Our Biobank Facilitator Dr Zoe Davison shares the latest news on the Bone Cancer Research Trust Biobank.
In order to understand primary bone cancer fully, it is essential for researchers to have access to patient samples and to examine these carefully in their experiments. These samples give us the best insight in to what is going wrong and making the cancer grow and so gives our researchers the best chance of discovering new ways to treat these diseases. Researchers looking in to primary bone cancer find it very difficult to access enough patient samples to conduct their research due to the rarity of the disease.
For the very rare forms of primary bone cancer, of which there are at least 9 and together account for only 15% of all diagnosed primary bone cancers, it has been more or less impossible to access samples, and if samples were donated, there may be only a small number in each hospital – not enough to do research on in isolation. This has meant that very little research in to these types of primary bone cancer has been conducted, meaning patient outcomes have not changed for many years.
We want to bring an end to this problem. We want to ensure that every patient, diagnosed with any form of primary bone cancer, has the opportunity to donate samples. Through our biobank project, we are developing a collaborative network of clinicians, researchers and patients. We are moving away from isolated collections of small numbers of samples, and encouraging clinical centres to contribute patient samples to our national initiative, which will give researchers access to larger numbers of samples – making it possible to research some of the more rarer forms that have been studied much less. We will treat these samples with huge respect, and ensure that they will be available for the best research.
In order to launch our biobank, we must have a secure database, so that we know which patients have consented to donate samples and whether any samples have been collected. We are keen to make our database the heart of our biobank project, so that patients can engage with this project and have a chance to be involved in our research. We are working with a research group from the Nuffield Orthopaedic Hospital and the University of Oxford, to develop a patient portal. This group have developed a portal for rare musculoskeletal diseases called RUDY, which allows these patients to log on and to enter data such as how they were diagnosed and if there was a delay, any side effects of treatment and to report on their quality of life at different stages of their treatments and disease. This kind of data is very important in primary bone cancer and could help our researchers and clinicians, however, it hasn’t been recorded previously.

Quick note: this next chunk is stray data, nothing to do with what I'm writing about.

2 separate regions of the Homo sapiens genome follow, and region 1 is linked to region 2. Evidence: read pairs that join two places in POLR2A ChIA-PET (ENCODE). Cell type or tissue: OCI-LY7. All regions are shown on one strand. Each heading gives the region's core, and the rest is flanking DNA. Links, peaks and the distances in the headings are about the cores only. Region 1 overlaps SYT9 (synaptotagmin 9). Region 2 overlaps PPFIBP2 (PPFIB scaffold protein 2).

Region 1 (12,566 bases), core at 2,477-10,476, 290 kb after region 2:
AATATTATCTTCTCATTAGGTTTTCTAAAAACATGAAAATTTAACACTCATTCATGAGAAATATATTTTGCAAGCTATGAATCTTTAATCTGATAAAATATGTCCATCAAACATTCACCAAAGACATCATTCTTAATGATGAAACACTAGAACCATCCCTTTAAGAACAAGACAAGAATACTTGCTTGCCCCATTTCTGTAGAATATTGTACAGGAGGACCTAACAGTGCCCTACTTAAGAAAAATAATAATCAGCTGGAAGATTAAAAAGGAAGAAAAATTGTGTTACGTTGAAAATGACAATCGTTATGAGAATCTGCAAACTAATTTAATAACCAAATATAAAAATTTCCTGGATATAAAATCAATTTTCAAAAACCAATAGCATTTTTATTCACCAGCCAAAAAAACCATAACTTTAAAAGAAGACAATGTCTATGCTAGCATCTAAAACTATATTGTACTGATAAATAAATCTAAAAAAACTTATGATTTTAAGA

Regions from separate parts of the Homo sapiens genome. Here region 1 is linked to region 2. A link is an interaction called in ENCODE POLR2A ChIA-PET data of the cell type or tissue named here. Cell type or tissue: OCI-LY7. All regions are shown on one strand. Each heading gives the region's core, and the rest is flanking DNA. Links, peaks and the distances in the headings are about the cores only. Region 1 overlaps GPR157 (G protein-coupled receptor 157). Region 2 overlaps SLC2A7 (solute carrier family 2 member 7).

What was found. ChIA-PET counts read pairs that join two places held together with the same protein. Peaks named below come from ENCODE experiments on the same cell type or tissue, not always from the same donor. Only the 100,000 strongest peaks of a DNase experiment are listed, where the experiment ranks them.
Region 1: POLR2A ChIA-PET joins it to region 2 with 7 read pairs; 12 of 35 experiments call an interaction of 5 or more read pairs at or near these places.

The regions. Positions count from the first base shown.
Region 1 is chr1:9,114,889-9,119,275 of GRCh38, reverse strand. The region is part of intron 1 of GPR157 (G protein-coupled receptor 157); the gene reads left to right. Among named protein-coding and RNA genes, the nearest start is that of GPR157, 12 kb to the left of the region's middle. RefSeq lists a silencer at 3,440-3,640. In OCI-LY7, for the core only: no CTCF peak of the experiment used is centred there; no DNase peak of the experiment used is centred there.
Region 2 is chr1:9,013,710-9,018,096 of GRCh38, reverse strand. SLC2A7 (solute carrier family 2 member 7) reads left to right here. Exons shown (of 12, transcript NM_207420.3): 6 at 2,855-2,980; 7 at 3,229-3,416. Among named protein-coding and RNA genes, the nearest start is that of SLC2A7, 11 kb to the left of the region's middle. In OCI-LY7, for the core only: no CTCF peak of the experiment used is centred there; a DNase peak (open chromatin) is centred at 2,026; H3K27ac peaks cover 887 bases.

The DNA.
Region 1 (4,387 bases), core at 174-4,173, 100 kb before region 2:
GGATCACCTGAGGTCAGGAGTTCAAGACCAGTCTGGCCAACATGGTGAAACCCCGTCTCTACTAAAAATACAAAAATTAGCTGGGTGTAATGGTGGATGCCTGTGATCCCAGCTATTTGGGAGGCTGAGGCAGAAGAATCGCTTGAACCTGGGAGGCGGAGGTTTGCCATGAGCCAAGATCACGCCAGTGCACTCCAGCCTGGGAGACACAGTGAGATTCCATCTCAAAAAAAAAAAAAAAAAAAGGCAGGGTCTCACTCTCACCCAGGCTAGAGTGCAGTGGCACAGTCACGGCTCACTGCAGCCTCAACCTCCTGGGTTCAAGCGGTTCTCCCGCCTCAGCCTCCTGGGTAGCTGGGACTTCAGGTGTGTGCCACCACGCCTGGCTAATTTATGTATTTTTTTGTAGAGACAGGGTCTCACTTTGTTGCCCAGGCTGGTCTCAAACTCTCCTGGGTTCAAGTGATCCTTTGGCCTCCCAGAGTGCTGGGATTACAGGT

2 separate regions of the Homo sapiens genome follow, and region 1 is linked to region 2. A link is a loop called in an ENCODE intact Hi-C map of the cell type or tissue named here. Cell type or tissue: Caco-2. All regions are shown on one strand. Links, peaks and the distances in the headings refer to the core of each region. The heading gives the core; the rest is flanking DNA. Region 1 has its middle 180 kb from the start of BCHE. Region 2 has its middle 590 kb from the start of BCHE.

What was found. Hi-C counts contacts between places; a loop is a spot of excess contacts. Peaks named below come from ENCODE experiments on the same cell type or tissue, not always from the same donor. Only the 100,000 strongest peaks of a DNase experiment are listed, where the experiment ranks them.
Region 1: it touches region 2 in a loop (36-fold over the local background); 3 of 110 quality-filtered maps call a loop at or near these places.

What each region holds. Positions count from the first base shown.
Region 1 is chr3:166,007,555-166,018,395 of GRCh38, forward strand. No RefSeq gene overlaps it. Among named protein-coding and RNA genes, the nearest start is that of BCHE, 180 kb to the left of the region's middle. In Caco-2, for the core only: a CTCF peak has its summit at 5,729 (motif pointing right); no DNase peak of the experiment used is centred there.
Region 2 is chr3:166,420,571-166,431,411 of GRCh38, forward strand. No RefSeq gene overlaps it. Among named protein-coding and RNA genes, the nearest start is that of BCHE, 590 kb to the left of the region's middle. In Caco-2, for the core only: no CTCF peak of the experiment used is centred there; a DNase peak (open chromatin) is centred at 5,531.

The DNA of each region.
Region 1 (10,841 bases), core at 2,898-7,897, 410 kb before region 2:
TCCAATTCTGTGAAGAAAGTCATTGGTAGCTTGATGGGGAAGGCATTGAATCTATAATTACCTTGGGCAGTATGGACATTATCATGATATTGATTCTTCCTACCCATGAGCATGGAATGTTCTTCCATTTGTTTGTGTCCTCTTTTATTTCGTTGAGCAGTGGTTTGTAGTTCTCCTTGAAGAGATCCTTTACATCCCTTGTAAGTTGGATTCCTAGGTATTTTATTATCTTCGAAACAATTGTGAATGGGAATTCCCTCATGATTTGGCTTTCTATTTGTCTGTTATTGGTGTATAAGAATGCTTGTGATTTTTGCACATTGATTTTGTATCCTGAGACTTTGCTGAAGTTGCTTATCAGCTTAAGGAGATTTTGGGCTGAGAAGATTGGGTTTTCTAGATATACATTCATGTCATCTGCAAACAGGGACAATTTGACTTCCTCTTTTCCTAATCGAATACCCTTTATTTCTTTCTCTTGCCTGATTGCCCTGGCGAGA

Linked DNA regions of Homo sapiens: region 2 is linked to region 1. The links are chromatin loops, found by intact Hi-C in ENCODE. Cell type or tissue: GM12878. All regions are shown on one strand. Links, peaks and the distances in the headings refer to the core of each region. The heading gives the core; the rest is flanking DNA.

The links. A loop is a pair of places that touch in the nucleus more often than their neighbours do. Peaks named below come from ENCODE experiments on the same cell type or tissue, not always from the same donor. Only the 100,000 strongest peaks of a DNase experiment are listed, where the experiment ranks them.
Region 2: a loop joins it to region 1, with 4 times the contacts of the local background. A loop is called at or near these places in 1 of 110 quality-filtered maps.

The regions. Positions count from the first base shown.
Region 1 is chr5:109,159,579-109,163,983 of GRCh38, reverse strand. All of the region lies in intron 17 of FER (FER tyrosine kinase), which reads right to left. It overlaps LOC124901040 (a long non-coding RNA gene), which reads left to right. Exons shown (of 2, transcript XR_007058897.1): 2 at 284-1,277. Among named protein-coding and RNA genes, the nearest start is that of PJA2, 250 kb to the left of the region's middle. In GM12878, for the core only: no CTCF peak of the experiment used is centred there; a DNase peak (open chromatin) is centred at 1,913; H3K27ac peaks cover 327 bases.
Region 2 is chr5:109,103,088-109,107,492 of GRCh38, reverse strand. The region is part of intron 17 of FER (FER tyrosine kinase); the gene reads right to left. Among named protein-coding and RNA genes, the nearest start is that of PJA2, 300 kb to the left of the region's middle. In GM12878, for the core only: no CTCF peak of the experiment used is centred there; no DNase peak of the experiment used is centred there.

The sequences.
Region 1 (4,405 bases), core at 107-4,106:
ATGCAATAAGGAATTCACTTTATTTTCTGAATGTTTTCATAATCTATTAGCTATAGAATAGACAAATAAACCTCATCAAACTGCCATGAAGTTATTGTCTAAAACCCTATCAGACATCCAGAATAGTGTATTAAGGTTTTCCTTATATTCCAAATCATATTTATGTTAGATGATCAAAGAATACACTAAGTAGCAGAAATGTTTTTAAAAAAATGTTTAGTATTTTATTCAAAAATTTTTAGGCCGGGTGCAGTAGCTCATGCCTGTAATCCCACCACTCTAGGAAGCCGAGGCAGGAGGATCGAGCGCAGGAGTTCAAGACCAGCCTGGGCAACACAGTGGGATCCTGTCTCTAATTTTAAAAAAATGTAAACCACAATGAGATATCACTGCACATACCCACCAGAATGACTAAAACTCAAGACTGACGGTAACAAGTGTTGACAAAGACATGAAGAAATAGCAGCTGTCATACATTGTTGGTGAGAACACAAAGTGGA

The team in Oxford are in the process of adapting this portal to customise it for our patients, but we want this portal to be patient focused, and in order to do this, we need your help!
We are looking for patients of any age, family members and interested people to be involved in trying out the RUDY portal and helping the Oxford team, and our National Biobank Facilitator to develop something that is both user friendly and, importantly, what our patients want.
If you could help, please get in touch to find out more.